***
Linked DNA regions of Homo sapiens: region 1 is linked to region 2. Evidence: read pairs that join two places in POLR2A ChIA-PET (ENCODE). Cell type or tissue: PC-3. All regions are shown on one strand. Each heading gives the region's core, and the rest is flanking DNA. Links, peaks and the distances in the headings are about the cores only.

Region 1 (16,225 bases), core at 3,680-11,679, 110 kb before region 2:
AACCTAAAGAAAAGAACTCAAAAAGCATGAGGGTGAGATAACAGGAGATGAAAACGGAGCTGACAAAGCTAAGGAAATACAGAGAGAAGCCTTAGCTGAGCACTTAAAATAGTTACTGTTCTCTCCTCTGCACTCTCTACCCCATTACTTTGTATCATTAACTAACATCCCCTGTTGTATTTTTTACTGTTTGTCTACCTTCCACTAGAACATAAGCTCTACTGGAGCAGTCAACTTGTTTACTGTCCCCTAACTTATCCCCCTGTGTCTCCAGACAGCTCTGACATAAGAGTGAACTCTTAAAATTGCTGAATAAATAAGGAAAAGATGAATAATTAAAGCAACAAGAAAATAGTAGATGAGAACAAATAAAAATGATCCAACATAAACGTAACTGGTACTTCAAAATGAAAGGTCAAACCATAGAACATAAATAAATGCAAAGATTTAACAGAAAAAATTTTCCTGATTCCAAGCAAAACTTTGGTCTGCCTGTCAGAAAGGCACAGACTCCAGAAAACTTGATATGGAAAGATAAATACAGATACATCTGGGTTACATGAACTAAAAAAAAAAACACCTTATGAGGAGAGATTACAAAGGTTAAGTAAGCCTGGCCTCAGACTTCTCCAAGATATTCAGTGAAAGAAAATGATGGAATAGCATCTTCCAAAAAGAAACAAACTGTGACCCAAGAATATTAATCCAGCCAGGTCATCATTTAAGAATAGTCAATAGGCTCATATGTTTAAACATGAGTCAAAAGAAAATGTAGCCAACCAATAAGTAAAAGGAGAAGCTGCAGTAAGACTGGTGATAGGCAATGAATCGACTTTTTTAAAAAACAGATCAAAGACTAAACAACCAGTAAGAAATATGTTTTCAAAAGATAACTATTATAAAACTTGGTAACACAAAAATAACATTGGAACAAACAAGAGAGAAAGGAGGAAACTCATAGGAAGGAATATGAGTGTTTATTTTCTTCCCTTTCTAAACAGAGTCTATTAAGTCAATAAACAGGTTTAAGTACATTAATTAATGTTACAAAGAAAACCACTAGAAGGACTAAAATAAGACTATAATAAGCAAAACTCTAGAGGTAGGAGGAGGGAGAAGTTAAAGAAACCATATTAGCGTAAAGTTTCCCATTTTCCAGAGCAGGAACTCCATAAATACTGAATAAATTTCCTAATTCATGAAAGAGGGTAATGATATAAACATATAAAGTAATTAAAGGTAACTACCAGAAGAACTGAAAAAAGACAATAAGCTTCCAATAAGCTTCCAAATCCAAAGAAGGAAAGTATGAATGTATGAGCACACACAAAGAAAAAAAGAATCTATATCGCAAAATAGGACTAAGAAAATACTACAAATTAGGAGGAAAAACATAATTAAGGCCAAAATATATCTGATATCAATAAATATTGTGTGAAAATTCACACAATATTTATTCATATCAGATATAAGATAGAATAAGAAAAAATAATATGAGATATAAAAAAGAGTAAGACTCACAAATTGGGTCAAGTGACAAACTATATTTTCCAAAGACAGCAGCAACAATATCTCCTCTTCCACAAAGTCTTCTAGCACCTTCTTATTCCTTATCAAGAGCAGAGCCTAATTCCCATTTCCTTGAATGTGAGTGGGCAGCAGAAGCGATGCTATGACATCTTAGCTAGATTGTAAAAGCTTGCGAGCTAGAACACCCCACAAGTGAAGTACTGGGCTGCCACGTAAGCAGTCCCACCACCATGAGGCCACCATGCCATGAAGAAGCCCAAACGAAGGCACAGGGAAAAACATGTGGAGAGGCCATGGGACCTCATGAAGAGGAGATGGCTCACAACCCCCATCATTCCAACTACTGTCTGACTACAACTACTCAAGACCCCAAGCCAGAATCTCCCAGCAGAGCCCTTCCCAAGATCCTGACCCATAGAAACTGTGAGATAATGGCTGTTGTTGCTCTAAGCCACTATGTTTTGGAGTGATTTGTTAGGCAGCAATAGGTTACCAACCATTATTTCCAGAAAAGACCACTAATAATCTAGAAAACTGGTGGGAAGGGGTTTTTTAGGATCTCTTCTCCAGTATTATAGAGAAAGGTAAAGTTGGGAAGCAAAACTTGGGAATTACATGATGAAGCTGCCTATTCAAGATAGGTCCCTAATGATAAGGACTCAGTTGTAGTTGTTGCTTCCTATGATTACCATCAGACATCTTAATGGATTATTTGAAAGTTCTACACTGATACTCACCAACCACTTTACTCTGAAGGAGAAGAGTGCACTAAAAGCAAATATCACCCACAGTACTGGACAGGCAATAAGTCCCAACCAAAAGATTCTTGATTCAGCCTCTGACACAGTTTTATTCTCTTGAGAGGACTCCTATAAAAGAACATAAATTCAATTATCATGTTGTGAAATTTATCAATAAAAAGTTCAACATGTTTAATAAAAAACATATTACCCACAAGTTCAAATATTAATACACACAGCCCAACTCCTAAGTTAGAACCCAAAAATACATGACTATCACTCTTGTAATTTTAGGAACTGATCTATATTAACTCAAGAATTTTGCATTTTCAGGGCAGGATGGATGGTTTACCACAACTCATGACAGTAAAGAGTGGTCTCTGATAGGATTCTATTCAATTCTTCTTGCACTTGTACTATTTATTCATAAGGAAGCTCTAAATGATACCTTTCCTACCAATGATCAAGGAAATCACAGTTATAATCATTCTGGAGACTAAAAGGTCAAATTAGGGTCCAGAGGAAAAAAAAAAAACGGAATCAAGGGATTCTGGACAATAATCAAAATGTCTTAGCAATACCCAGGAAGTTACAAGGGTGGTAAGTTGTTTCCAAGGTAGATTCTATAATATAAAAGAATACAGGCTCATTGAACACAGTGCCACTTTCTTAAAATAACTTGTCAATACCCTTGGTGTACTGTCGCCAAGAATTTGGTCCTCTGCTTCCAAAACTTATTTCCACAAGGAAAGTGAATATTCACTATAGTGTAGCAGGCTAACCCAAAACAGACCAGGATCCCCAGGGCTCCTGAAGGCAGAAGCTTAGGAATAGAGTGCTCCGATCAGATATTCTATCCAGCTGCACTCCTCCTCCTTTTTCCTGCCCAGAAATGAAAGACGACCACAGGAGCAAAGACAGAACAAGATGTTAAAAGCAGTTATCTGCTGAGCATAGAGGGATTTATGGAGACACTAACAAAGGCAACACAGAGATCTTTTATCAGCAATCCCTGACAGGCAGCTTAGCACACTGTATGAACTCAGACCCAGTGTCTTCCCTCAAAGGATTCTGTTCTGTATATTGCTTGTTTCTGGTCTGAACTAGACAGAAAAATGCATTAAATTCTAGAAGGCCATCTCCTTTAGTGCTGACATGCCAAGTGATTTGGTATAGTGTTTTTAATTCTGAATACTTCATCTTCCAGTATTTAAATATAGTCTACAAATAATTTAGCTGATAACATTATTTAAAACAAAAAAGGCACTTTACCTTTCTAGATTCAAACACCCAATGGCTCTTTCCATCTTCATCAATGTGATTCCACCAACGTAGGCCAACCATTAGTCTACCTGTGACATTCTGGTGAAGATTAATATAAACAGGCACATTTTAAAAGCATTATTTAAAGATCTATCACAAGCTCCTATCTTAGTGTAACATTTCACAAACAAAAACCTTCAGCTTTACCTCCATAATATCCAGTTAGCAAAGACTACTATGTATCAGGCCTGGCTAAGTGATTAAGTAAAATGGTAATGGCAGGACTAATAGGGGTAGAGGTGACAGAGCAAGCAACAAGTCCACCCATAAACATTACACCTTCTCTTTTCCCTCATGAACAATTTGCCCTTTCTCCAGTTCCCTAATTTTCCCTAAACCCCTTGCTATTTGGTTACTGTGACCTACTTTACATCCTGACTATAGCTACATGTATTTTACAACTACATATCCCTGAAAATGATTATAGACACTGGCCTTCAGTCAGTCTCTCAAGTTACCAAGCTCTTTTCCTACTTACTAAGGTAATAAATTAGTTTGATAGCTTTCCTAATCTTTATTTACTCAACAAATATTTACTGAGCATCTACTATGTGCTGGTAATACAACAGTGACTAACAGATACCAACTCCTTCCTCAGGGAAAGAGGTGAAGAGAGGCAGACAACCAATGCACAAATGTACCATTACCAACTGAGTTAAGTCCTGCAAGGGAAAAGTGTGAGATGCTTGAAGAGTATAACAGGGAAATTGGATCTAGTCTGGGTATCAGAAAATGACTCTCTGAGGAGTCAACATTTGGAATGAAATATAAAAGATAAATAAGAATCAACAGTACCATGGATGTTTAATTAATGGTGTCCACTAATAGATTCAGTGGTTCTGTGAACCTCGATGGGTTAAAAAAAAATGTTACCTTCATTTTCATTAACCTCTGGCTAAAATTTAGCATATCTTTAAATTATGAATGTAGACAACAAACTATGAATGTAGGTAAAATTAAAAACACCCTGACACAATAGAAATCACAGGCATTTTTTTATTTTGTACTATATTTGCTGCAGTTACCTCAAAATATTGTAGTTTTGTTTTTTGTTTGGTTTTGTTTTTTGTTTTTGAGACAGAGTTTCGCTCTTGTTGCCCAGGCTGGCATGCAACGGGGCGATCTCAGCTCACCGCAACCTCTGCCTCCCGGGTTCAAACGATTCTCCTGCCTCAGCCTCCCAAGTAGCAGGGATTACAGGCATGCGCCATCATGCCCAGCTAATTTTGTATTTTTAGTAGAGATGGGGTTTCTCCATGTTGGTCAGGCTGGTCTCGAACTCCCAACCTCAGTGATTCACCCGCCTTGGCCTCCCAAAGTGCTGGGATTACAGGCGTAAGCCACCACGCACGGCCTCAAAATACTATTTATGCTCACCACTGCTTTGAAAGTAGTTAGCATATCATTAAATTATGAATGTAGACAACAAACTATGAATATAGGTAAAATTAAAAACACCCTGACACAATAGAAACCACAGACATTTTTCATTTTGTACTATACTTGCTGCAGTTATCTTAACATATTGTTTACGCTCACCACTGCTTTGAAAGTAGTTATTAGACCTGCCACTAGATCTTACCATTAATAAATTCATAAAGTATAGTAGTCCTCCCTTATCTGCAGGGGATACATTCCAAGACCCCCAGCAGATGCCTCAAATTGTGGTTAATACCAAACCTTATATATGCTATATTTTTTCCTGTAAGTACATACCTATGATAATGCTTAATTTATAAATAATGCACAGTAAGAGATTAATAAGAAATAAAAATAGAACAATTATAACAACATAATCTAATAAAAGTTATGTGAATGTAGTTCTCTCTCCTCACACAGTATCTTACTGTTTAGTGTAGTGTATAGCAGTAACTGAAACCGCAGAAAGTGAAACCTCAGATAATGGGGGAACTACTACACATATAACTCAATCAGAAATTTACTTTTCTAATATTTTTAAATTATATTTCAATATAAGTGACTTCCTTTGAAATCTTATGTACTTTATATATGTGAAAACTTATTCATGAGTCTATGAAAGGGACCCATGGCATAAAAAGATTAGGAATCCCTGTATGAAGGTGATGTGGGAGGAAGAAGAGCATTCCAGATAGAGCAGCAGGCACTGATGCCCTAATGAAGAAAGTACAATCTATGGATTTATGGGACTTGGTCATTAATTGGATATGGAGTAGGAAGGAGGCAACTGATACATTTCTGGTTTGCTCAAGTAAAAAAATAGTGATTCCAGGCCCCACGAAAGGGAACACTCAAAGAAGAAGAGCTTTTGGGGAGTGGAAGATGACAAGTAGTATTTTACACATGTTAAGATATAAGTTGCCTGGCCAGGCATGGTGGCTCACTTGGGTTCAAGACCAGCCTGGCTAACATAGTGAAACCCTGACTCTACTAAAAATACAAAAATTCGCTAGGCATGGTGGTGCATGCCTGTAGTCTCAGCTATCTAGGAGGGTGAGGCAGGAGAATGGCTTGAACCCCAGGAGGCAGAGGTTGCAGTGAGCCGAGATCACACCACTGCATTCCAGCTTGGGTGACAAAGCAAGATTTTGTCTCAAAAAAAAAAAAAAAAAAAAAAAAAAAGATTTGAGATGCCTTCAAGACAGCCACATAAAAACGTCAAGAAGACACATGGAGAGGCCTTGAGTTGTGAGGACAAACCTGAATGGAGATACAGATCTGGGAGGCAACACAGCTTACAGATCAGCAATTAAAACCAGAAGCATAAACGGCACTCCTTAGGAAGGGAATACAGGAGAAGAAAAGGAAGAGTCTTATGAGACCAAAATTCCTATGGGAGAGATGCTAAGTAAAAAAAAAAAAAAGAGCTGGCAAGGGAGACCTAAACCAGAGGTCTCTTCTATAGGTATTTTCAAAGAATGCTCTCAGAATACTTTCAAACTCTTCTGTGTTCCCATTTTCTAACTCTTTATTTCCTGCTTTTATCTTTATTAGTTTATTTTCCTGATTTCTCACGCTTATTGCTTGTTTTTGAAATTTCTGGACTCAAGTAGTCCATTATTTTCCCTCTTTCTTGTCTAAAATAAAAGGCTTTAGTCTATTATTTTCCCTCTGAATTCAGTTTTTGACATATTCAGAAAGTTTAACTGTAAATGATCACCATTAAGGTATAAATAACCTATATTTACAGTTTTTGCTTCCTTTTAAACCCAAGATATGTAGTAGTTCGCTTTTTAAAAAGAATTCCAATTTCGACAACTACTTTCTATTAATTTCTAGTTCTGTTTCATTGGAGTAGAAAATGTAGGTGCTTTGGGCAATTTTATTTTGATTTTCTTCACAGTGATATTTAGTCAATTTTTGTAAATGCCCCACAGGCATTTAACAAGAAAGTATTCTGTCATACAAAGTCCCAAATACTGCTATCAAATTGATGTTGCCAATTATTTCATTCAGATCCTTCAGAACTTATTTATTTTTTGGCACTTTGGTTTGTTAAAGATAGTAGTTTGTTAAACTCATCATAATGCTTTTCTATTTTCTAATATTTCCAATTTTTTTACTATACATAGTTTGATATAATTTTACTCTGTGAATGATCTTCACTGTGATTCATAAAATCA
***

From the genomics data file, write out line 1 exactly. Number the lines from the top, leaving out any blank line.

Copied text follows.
Linked DNA regions of Homo sapiens: region 1 is linked to region 2. Evidence: read pairs that join two places in POLR2A ChIA-PET (ENCODE). Cell type or tissue: PC-3. All regions are shown on one strand. Each heading gives the region's core, and the rest is flanking DNA. Links, peaks and the distances in the headings are about the cores only.